Litter, hate, Styrofoam, and non-negotiables

President* Trump,

One of the many activities that COVID has curtailed for me is picking up litter. It’s just felt too risky and fraught, so for the most part, I’ve re-learned how to tune it out and keep walking even though I know it diminishes me a tiny bit each time. Frankly, this is one of the reasons I hate you. As your communication threat-detectors know, I’ve tried mightily for the past 3.56 years to not burden myself with such a reaction to you, but recently I’ve decided to acknowledge to myself, and now you, that I hate you. I still try not to let myself rage at your image or when I have to listen to your voice, but I’ve gotten really good at simultaneous right- and left-hand bird-flipping and more and more frequently I find myself involuntarily muttering “I hate you” to you. And, I really have earnestly worked the psychobabble deal about how no one can ‘make’ someone else feel anything, but I’m coming to think this idea is seriously limited and probably needs to be retired.

I’ll come back and unpack this some more in a minute, but first I’ll tell what triggered the thoughts about COVID having quashed litter pick-up. On the way back from our morning dog walk we drove up the main arterial towards home and Laura said something like “what a mess” – I was turned towards her so had missed much of the blocks-long stretch of broken up Styrofoam littering the street and sidewalk. Scads of it. We agreed that we couldn’t just let it disperse further since it’s pretty much the worst (aside from methane, oil spills, lead in water – you know, all those things you get giddy about), so Laura headed out with the broom and asked me to meet her with the dustpan and a huge plastic bag in a few minutes.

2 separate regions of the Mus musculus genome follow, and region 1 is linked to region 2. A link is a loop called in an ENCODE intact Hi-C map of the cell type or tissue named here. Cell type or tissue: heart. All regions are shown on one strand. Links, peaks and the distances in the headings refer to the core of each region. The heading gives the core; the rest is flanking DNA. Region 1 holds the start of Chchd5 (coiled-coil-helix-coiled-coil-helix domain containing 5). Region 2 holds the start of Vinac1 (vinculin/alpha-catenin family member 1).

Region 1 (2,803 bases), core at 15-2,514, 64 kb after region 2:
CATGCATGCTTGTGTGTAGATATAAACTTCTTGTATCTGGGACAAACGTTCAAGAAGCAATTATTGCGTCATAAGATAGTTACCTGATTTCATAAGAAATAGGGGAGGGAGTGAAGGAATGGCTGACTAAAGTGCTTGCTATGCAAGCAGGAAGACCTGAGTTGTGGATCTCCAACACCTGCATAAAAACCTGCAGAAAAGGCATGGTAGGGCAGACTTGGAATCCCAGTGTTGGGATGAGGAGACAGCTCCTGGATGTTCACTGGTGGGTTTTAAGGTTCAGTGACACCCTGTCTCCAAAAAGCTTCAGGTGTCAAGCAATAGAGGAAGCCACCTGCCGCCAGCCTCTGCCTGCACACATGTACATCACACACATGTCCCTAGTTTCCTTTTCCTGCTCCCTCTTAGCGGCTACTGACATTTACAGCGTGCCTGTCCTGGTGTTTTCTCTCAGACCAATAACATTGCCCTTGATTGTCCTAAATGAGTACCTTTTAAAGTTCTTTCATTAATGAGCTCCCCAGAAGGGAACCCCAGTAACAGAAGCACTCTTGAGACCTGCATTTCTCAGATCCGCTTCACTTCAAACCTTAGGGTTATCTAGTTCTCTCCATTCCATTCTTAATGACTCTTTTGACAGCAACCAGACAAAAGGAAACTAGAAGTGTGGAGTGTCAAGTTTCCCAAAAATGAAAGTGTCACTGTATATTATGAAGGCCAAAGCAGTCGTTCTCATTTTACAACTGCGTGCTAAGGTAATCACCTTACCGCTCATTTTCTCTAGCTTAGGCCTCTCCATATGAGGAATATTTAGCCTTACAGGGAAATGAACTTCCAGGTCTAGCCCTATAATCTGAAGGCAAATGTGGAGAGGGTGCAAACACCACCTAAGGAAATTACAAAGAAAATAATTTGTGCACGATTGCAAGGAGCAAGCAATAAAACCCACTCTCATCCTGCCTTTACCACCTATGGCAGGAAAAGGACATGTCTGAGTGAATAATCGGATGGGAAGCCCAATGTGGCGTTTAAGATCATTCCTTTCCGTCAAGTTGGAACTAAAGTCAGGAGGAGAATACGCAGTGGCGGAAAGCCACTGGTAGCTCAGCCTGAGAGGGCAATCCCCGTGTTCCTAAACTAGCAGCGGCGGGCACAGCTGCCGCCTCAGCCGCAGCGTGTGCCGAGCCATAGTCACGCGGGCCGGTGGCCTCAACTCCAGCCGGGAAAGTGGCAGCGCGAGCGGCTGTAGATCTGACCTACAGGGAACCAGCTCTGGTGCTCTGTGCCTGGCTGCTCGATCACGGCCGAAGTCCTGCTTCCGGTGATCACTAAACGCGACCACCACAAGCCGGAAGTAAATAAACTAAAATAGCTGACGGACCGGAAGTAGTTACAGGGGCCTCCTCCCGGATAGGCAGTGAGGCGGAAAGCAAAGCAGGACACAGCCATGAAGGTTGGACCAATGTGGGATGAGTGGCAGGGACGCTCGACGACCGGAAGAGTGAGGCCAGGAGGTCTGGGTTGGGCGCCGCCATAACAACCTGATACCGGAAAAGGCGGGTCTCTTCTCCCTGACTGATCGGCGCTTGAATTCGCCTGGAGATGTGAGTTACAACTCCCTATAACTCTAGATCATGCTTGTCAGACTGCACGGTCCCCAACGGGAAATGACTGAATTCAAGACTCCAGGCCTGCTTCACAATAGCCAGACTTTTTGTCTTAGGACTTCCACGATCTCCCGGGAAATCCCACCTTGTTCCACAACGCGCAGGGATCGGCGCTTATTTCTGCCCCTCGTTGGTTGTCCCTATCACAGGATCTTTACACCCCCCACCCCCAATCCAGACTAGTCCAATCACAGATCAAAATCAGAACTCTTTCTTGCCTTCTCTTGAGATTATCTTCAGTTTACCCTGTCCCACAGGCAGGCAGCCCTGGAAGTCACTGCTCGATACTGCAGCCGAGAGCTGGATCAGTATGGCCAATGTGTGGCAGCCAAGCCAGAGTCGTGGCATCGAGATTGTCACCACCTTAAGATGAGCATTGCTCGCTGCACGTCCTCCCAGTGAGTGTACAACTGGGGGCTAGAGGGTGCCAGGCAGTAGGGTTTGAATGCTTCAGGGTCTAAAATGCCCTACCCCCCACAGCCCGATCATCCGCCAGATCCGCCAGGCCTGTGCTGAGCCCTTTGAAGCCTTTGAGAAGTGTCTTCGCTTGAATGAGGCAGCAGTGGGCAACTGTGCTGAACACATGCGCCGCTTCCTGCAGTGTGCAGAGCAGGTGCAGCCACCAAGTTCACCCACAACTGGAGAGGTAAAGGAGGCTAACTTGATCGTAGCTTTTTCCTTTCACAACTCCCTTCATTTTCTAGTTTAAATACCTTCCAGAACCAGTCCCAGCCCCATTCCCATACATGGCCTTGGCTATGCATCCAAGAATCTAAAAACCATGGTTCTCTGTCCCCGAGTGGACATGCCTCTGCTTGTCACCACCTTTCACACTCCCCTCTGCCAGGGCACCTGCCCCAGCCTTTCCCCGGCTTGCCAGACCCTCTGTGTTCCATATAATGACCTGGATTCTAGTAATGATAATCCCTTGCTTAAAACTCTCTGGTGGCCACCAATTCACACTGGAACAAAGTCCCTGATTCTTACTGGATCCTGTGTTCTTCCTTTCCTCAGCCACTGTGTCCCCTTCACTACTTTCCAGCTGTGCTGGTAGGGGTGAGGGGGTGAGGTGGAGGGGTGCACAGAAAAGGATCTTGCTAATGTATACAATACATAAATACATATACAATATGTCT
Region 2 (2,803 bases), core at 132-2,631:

The wind was gusting and it was clear that the practically lighter-than-air smaller Styrofoam bits were going to escape if I went down where Laura was so I started stuffing as much as I could into the bag as I made my way towards her. When I finally got down to her, a minor miracle happened. A young-ish man crossed the street and came over to help with a rake and a bucket. He pitched right in and between the three of us we got all but a few scattered single Styrofoam pellets (you know how the damn stuff breaks up into the tiniest, elusive, staticky, devilish bits). I don’t know how much he had in his bucket when he left, but by the end, our very large (seriously, very large) plastic bag was jammed full. It’s now safely tied up and in our garbage can, our hands and faces and necks are freshly washed, and things are a bit more right with the world than they were before.

Ok, back to the idea that we can (and should) control how we feel about others and situations and basically, everything. It’s not a completely meritless idea. For example, if I refuse to be hooked by someone being rude or disrespectful or provocative (etc.) and don’t get angry or resentful, that can give me a sense of control and perhaps the upper hand in a situation. There’s also feeling angry/resentful but not taking the bait behaviorally.

But the idea that we should somehow always be able to rise above whatever bullshit is being perpetrated and that we’re responsible for our emotional reactions is just not realistic. Moreover, it’s sadistic in that it bludgeons the feeler with a boatload of shaming shoulds – ‘you shouldn’t get so riled,’ ‘you shouldn’t let him get to you,’ ‘you should be bigger than that’ and so on. Plus, it let’s the assholes off the damn hook as in ‘what, you can’t take a little ribbing?’ ‘what’s the big deal? I said I was sorry,’ and ‘oh, you’re just over-reacting – you know I didn’t mean anything by it.’ Basically, it’s a tried and true tool of the gaslighter and it needs to be permanently parked so that we no longer use it against ourselves or others.

Some of us feel big, some of us feel small, some of us vacillate between the two depending on the situation and how much pain we’re in or how tired or how maxed out we are, but our feelings are our feelings and they are non-negotiable. And at this point, my feelings of hate for you are mine – I own them – and yes, I have to choose what to do with them, but they are mine, they are non-negotiable, and they are not irrational.

May we be safe to own our feelings.
May we be willing to be clear-eyed about our reactions and not be should-ed out of them.
May we stop putting up with bullshit to be polite.
May we accept that emotions are often messy but that it doesn’t mean they need to be tamed.

Tracy Simpson

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